Adam Green has, it would appear, taken it upon himself to produce a film version of Aladdin, giving it his own, fairly radical spin (the lamp is replaced with a 3D printer) and bringing in his New York associates to assist. This is his soundtrack to the project, a decadent song suite full to the brim with Adam Green. On Revolver.
Vinyl LP £16.99 RDSLP84
LP + CD on Revolver.
CD £10.49 RDSCD82
CD on Revolver.
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- Aladdin by Adam Green
Sometimes brilliant songwriter and total and utter lunatic Adam Green has remade ‘Aladdin’. Please don’t ask why. It's not for us to question, let’s just accept it as fact. He has made minor changes to the story though, the lamp for example is now a 3D printer. It’s the sort of stuff you get up to when you live in New York.
Here is the soundtrack and luckily it reminds me that a) Green is a fantastic songwriter and b) he has the sort of chocolate brown voice that I could happily listen to forever even if it were reading the contents of the Norman Records customer complaints inbox.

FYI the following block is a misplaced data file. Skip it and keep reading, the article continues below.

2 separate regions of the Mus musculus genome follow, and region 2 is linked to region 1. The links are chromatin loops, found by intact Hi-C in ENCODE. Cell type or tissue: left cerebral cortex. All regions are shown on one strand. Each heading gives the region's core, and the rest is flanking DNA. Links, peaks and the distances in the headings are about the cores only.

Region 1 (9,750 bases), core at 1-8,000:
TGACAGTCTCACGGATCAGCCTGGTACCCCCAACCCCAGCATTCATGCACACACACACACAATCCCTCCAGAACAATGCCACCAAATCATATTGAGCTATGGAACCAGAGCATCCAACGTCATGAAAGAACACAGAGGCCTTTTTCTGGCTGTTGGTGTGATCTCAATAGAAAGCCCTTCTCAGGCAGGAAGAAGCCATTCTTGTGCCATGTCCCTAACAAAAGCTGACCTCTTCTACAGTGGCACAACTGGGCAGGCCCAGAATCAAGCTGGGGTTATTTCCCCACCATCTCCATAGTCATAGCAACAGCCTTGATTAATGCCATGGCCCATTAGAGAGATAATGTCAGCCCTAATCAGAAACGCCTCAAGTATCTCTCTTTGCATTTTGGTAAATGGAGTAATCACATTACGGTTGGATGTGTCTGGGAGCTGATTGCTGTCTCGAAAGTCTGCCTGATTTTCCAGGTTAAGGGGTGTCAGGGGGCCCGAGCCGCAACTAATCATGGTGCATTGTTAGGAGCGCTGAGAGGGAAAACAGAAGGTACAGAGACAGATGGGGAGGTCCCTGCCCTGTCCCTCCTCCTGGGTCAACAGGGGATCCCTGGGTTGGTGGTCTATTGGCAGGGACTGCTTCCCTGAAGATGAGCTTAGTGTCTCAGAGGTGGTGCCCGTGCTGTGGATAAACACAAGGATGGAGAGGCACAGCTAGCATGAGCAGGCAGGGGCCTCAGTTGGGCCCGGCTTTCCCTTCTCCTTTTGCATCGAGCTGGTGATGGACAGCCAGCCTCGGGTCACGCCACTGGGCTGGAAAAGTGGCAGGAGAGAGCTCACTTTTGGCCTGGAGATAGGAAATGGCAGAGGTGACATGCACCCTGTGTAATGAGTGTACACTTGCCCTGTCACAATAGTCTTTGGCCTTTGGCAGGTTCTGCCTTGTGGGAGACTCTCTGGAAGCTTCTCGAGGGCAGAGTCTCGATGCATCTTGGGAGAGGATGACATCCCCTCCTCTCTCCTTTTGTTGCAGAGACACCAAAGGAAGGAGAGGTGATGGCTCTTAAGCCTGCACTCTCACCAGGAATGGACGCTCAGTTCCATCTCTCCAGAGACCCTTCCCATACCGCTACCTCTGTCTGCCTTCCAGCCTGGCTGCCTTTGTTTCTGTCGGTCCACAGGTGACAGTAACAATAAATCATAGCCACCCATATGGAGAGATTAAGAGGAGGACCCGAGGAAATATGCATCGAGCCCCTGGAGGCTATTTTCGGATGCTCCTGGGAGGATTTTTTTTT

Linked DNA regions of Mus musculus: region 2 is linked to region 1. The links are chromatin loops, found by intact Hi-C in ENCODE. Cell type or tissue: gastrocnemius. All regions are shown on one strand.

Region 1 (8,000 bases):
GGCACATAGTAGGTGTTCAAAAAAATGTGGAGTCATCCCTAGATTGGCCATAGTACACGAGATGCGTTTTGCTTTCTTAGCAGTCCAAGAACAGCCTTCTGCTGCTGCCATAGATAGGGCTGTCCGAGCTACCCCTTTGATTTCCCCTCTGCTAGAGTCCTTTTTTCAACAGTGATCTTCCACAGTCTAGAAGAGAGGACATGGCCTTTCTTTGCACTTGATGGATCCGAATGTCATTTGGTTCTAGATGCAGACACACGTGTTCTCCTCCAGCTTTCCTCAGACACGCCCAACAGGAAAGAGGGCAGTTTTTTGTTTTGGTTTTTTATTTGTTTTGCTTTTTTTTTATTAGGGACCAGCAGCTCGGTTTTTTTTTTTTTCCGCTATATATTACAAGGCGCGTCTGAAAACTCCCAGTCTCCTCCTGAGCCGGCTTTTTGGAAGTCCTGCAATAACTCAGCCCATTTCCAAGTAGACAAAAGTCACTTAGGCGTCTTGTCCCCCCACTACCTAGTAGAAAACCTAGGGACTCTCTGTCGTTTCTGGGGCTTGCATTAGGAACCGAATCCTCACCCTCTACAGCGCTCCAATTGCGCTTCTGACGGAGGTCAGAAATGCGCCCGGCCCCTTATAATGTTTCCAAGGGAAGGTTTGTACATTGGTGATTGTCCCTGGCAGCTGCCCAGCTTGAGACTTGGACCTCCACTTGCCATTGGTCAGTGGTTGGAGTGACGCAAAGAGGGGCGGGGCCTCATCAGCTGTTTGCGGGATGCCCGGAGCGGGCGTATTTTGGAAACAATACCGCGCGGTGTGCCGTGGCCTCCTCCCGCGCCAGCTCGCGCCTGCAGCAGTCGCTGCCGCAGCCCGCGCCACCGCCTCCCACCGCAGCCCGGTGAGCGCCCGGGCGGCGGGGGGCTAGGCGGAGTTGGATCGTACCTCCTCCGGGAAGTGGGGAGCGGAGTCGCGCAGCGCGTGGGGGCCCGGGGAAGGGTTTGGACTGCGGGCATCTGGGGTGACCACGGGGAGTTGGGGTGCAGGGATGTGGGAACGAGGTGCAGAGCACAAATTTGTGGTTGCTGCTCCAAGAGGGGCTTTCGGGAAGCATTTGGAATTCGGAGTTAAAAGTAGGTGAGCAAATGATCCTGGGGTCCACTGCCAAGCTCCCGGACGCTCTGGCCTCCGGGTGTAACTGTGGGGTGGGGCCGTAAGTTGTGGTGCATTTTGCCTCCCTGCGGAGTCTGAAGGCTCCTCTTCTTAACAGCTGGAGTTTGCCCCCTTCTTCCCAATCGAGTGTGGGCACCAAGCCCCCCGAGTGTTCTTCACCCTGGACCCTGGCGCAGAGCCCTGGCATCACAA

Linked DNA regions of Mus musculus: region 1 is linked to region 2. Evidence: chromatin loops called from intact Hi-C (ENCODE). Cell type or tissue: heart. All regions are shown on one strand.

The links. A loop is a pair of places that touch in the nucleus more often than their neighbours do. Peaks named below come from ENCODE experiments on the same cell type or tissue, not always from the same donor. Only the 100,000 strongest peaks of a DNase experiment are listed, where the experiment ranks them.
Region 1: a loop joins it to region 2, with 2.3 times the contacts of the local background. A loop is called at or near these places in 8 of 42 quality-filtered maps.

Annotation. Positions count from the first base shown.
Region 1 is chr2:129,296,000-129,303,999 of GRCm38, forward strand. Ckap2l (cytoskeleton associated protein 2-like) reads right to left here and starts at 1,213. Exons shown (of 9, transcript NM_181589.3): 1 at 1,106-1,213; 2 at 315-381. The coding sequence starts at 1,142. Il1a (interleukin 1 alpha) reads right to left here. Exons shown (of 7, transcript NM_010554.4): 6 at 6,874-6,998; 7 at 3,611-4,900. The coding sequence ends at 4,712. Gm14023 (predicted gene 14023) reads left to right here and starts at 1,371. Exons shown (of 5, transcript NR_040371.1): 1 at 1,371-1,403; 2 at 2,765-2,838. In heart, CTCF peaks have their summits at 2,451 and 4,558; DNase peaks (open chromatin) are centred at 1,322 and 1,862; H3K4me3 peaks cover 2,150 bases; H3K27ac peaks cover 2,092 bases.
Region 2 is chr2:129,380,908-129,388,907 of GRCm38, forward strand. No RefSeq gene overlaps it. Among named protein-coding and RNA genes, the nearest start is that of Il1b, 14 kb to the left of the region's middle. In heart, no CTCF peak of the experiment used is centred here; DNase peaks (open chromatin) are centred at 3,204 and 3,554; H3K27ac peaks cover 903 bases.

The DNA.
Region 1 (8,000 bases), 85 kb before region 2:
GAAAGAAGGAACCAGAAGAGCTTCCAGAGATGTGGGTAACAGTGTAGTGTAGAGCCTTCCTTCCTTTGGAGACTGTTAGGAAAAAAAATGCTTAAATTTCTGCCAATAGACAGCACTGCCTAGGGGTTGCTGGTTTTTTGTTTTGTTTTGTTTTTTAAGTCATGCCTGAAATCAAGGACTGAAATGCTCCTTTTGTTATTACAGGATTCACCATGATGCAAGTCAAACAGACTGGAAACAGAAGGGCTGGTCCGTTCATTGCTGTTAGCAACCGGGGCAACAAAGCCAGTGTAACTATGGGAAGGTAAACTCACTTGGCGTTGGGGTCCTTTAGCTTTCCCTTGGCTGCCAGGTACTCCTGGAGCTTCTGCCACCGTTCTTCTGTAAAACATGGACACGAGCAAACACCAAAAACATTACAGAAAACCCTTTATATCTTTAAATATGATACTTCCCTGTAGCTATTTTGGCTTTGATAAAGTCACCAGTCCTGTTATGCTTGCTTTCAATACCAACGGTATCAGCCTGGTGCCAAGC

It’s obviously madcap throughout but this is great fun. There are bits of dialogue between the songs but they are short enough not to disrupt the flow when listened to an album. There are 19 tracks which consist of different varieties of the sort of great folk- ish pop Green excels at. For the uninitiated, he sounds rather like a cross between Phil Ochs, Leonard Cohen and Lou Reed but the songs are quirky affairs with bizarre instrumentation for example the scratching that is added to ‘Nature of the Clown’ or the worst guitar sound ever tacked onto on ‘Time Chair’.
How much you can take of this depends on how much you can take of Adam Green. Luckily he does it all straight down the line with tongue not in cheek and no knowing wink. There are some remarkably beautiful songs - ‘Never Lift A Finger’ is a particularly gorgeous ballad and it is not alone. Pick through this and you will find plenty of treasure.
Around the time of his (for me) high water mark ‘Minor Love' I wished for more albums of Green just being sensible. He’s done the total opposite with this project but there are more than enough lovely musical moments to forgive all of the whimsy.
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